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VIC Australian Consumer Law - Suzuki Motorcycle with a Latent Defect?

Discussion in 'Australian Consumer Law Forum' started by Dragondude, 18 March 2016.

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  1. Dragondude

    Dragondude Member

    18 March 2016
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    I purchased a 2010 model Suzuki VZ1500 motorcycle in 2012. In mid-2014, it developed a gearbox issue. It started jumping out of second gear when under power. I had this issue repaired by a qualified mechanic that assured me it would never happen again. It cost me over $4000 for the repair. About 3 weeks ago the same issue has returned.

    While the bike was in getting repaired the first time, I did some research on the net regarding this issue and found that it was a very common problem across a couple of models. This is also a worldwide issue. In Australia, the cost of repair ranges from $2500 to $5000.

    During this research, I found that nearly all people with this issue that contacted Suzuki were told that it was because of their gear shifting technique. When asked what the correct technique was they would not respond.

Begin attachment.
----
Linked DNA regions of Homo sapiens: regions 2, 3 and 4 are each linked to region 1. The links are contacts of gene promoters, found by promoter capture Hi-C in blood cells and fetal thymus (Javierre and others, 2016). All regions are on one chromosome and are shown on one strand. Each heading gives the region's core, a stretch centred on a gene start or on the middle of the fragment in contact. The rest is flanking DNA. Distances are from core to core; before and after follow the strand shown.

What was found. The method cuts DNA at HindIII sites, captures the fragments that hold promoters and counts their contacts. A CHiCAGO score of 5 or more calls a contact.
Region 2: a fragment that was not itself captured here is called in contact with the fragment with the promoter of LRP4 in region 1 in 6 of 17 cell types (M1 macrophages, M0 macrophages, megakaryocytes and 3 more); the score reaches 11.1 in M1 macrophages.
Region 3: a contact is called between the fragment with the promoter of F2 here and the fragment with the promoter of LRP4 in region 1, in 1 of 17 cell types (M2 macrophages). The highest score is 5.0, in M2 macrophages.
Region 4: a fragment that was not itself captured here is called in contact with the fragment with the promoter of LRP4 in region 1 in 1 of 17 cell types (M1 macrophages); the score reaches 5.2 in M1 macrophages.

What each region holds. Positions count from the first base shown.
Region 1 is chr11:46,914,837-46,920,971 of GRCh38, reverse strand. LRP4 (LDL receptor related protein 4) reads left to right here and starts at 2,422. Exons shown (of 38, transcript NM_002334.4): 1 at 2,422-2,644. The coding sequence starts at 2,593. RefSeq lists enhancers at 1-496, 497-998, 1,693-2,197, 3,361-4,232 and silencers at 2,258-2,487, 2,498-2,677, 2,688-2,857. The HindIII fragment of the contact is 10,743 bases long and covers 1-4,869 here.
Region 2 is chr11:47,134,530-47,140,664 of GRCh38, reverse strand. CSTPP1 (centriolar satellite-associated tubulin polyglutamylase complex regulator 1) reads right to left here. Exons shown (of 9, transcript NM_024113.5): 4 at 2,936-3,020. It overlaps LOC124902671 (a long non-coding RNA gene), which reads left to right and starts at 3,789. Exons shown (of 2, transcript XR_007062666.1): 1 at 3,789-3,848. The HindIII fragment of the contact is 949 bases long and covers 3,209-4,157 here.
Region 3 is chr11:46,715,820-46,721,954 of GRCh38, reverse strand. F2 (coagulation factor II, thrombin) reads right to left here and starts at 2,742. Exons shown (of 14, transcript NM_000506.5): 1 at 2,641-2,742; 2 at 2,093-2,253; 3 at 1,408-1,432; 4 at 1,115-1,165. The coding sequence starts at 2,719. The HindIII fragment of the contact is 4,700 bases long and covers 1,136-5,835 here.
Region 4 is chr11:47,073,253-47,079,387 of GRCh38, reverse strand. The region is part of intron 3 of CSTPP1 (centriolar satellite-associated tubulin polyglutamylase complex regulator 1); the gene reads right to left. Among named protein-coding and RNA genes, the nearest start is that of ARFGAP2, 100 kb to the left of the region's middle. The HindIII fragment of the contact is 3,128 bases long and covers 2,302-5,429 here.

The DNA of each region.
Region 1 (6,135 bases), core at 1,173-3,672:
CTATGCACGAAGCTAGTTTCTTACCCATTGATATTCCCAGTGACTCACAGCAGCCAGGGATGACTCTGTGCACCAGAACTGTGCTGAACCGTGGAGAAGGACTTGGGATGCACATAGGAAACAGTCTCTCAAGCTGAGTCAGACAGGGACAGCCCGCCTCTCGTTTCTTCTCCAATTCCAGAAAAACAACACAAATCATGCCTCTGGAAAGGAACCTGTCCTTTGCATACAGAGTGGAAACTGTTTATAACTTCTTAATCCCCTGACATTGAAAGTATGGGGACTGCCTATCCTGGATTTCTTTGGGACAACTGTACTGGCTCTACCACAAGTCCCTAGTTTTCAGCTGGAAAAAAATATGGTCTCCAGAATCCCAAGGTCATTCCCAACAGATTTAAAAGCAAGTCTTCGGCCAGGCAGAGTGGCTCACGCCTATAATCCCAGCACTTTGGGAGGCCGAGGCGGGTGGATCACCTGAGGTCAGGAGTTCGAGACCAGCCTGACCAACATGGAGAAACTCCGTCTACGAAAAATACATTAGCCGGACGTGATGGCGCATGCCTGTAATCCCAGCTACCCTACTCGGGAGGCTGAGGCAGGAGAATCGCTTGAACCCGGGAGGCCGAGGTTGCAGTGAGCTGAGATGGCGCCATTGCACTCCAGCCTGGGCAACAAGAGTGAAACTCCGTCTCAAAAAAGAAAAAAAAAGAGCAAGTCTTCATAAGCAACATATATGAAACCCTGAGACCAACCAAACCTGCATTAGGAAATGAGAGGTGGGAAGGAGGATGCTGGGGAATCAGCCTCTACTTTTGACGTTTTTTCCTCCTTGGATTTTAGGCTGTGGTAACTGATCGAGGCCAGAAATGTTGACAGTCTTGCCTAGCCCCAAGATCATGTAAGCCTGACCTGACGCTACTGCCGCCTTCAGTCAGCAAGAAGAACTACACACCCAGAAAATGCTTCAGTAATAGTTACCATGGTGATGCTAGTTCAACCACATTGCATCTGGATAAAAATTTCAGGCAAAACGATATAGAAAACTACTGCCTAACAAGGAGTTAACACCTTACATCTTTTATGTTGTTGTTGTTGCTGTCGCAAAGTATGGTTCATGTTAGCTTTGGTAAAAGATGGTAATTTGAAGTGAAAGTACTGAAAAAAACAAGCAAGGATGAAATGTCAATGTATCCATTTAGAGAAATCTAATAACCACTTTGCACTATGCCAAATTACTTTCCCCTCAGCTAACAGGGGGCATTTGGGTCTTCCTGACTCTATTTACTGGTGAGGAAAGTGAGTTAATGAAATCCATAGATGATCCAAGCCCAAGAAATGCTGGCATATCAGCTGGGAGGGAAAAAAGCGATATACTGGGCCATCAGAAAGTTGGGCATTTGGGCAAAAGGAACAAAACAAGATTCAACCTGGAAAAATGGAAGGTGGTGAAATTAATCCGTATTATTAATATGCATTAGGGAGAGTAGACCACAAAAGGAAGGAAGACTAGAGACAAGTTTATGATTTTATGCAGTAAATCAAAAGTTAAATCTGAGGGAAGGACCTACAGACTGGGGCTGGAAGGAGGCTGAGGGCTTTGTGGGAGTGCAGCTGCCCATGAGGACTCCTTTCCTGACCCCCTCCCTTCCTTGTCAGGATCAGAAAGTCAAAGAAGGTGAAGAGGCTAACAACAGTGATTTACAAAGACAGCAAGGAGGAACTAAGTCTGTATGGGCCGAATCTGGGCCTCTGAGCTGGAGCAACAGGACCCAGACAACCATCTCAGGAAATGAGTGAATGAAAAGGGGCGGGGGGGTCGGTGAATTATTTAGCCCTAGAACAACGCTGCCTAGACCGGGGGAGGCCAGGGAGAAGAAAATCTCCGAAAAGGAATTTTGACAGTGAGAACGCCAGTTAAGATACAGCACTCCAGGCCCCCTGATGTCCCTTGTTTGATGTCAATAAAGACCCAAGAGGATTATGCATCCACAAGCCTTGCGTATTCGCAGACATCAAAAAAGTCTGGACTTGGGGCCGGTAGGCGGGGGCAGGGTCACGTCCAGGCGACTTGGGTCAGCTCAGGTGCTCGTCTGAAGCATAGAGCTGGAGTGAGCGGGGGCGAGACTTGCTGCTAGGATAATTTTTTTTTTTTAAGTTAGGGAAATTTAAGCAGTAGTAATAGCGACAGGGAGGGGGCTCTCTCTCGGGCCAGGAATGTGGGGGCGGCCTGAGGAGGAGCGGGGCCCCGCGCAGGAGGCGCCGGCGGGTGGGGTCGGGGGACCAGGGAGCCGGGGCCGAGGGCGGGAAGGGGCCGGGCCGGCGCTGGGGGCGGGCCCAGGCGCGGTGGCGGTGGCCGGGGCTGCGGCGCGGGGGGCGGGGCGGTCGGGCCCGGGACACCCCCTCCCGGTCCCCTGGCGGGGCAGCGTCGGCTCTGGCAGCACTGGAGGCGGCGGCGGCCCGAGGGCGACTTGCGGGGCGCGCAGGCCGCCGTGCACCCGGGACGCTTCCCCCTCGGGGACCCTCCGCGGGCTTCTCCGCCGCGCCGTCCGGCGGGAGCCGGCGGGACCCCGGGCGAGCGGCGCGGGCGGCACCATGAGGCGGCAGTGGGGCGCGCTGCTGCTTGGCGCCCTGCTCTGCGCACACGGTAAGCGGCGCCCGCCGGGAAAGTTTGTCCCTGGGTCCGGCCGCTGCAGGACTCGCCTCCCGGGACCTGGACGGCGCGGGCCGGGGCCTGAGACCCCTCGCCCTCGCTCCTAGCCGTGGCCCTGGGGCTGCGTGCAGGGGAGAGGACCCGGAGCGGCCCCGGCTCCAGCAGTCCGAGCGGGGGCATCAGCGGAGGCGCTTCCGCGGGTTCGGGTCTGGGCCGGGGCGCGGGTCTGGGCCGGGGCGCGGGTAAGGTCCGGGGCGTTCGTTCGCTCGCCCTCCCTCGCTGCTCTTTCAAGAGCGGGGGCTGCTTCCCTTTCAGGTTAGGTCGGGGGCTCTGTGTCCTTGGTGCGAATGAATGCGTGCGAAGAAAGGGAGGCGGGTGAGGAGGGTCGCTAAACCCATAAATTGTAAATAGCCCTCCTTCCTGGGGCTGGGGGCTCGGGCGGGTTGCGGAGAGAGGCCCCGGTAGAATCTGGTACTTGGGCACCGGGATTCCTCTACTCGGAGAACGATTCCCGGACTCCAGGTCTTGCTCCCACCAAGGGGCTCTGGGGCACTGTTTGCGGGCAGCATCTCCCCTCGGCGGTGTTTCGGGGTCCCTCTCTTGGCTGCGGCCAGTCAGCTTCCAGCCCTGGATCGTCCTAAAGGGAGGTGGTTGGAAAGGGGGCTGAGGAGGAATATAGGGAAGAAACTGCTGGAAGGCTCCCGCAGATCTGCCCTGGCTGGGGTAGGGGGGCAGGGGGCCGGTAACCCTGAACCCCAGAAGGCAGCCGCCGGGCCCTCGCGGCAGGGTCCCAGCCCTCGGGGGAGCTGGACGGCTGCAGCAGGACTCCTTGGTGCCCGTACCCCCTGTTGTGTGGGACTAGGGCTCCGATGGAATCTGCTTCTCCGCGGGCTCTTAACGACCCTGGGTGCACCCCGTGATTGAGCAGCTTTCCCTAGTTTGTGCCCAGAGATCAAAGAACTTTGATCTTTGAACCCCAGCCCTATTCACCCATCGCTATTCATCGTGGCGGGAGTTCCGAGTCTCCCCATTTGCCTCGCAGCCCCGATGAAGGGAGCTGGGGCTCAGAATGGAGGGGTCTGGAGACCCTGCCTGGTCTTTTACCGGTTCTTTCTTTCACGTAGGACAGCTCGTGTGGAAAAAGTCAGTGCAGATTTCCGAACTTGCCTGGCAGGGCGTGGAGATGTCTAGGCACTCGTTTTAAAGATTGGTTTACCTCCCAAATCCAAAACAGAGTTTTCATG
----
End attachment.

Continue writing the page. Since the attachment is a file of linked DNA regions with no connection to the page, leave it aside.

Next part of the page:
As this is a very widespread problem, has a very high cost of repair (10% to 20% of the cost of the new bike) and is known by Suzuki to exist. Could this be considered a latent defect? Is there some other way these repairs can be funded by Suzuki under Australian Consume Law?

    As an aside to this, the mechanic that repaired my bike the first time suggested that Suzuki gears have not been hardened sufficiently to handle the power of the engine.
  2. Sophea

    Sophea Well-Known Member

    16 April 2014
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    Hi Dragondude,

    As you may have guessed from the light traffic on this thread, there is not easy or clear legal answer to your question. Whether or not an issue like this would constitute a defect that rendered the motorcycles of unacceptable quality - in breach of the Australian Consumer Law, or otherwise make the manufacturer liable to consumers for a likely repair they would have to have done within a certain period of owning the bike would have to be based on a court's determination.

    If you really feel strongly about it and know others who are in the same boat as you, you could always consider sharing the legal costs of a class action or something like that against Suzuki. You can get some personalised legal advice on whether or not your case has prospects.

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